Saturday, April 19th, 2014

Backyard Ice Rink Tips

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We’ve been getting a lot of hits on my backyard ice rink post so I thought I’d add some more tips.

  1. Location, location, location. Besides finding a flat spot, examine your yard early afternoon and see where the shadows are. Our rink is actually in the front yard since that is the north side. The house casts a shadow over most of the rink which makes a HUGE difference during a warm spell. One area of the rink will get sun and start getting slushy, while the part in the shade is still frozen solid.
  2. Timing. The temperature is starting to drop and while it is real tempting to put that rink together and start filling it up…WAIT! The air might be cold, but you need to wait until the ground is frozen. I jumped the gun last season and filled up as soon as I assembled the rink. The air temperatures were cold enough at night to freeze, but I ended up with an iceberg because the ground was too warm and kept melting the bottom of my rink. It might be tempting to try walking on the ice when its like this, but it will crack easily and can give you ridges when it refreezes. Wait till you have a few days where the day time highs hover around freezing and the ground gets frozen.
  3. Leaf skimmer. We got a pool this summer and I’m excited to be able to use the leaf skimmer to get the leafs out while I’m waiting for the water to freeze. Any foreign object sitting on the ice that catches the suns rays will melt holes. This is another reason to wait a little while before filling up your rink…let those leaves come down and get raked up. The skimmer will also be handy to rescue any salamanders that decided to go for a dip.
  4. The water from your hose is WARM. My first year when I was experimenting with ways of smoothing the ice surface I made a lot of mistakes and they all boiled down to the same thing. That water coming out of your hose might seem cold, but it is too warm for your ice. If you put too much water in one spot it will melt holes in your ice or could shock it and make cracks. Worst case it will melt all the way through and create air pockets. Buy or build a rink rake…you won’t regret it.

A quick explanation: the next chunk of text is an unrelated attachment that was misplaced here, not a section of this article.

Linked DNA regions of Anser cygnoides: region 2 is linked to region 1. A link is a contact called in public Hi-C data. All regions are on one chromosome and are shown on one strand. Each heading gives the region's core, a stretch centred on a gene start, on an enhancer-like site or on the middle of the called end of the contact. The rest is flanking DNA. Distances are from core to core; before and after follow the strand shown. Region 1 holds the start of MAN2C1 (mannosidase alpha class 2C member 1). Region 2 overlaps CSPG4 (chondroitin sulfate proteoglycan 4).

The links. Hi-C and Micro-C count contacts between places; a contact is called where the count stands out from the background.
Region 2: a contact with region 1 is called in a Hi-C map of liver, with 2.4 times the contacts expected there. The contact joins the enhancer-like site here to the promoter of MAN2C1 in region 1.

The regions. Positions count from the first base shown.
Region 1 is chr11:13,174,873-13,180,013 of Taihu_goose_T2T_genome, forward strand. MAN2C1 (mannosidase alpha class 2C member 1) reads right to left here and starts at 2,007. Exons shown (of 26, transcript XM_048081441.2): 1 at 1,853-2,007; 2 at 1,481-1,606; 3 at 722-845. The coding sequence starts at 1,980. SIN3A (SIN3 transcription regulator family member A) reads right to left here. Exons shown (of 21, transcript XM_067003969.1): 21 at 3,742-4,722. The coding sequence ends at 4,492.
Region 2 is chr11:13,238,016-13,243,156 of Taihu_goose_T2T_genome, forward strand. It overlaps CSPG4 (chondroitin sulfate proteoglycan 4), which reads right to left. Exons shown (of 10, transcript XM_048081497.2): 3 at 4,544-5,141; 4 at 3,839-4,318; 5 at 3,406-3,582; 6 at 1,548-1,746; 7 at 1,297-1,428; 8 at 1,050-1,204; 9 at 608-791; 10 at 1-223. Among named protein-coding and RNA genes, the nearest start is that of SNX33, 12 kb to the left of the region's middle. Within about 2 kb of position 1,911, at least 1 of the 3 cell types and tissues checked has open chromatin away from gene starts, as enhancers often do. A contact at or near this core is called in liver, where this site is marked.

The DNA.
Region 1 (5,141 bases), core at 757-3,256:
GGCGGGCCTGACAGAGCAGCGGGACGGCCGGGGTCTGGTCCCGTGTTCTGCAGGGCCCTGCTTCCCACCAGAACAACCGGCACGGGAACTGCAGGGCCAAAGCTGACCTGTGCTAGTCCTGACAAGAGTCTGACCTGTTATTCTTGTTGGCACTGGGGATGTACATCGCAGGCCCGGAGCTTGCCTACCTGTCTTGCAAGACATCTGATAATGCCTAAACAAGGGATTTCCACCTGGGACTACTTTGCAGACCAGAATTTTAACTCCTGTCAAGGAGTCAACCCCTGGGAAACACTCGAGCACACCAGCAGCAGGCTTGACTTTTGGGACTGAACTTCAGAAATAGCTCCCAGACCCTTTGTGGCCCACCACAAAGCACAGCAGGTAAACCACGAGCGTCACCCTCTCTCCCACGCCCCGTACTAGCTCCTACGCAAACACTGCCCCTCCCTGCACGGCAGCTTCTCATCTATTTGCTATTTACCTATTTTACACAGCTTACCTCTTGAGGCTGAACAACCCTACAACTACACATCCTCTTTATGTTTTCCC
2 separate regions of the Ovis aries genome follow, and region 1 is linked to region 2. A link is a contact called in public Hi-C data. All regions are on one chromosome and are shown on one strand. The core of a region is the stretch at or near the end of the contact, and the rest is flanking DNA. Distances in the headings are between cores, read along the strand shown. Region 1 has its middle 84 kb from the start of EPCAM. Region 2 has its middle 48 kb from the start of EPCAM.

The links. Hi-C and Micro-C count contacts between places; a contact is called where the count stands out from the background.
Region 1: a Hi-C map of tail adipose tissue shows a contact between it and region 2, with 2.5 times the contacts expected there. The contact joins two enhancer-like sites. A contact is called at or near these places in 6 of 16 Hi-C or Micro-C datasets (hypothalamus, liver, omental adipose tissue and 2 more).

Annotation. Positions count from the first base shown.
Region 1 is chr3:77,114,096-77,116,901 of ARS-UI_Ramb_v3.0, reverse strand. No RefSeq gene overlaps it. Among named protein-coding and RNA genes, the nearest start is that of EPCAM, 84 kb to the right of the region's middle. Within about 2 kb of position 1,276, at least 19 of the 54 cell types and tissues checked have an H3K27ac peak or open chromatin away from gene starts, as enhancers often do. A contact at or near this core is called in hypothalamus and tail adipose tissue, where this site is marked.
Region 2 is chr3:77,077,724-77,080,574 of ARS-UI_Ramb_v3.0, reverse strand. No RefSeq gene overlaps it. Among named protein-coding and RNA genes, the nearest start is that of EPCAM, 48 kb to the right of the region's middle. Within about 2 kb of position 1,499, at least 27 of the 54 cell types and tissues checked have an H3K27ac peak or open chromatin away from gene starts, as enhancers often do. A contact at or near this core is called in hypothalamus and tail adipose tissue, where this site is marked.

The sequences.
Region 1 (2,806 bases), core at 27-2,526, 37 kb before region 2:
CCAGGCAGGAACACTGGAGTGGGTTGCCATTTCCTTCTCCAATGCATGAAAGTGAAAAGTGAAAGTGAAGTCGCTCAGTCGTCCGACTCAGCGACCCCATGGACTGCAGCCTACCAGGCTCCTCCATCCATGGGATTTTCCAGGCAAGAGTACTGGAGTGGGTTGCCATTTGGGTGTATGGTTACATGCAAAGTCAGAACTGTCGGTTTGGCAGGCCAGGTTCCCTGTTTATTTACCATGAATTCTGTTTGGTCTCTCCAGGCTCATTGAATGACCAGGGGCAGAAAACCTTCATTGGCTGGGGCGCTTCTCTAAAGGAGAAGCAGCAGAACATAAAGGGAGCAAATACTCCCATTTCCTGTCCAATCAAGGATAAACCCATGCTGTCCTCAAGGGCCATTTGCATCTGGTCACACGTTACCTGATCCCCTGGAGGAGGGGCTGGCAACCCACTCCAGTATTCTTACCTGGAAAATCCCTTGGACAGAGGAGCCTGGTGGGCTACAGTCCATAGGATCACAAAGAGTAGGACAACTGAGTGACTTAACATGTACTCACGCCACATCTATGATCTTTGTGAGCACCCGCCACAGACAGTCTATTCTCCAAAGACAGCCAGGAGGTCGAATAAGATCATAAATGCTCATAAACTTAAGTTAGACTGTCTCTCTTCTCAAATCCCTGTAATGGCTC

5. Benches. Keep those picnic benches out this winter. Put them alongside your rink so the kids have a place to sit and take a break. My boys love to pretend they are the penalty box.
  6. Christmas Lights. I make sure to put some of our Christmas decorations near the rink. The extra light lets you do some night time skating and really makes you feel all Norman Rockwell-ish.

I’ll post more tips as I think of them. Right now I have a platform bed project at the top of my to-do list, but once that is complete I’ll assemble my rink and put plenty of photos on the site. So far it seems like we’re heading for a normal winter and we’ll hopefully have some ice before January.

DIY Hockey Bench

One consideration with your liner is that the kids WILL step on the edges. Not a problem if you align it the same way each year. Last year was my first using a tarp and it seems to have held up great. Notice I got one with a silver side to reflect the light. Any dark colors would be a bad idea.

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Start ‘em young! Ben is 2 1/2 in these pictures and Ethan is 4.

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Comments

71 Responses to “Backyard Ice Rink Tips”
  1. FG says:

    Great site with lots of information, thank you.
    I’ve built my frame(20 by 40) and am looking forward to starting the flooding process. I can only count on 1 week of -10 degree weather and that usually happens in January. My question is can I start my rink with average nighttime temps of -2 to-5 ? I’m worried about creating shell ice, is it best to flood small amounts on consecutive nights with these conditions?
    Thanks.

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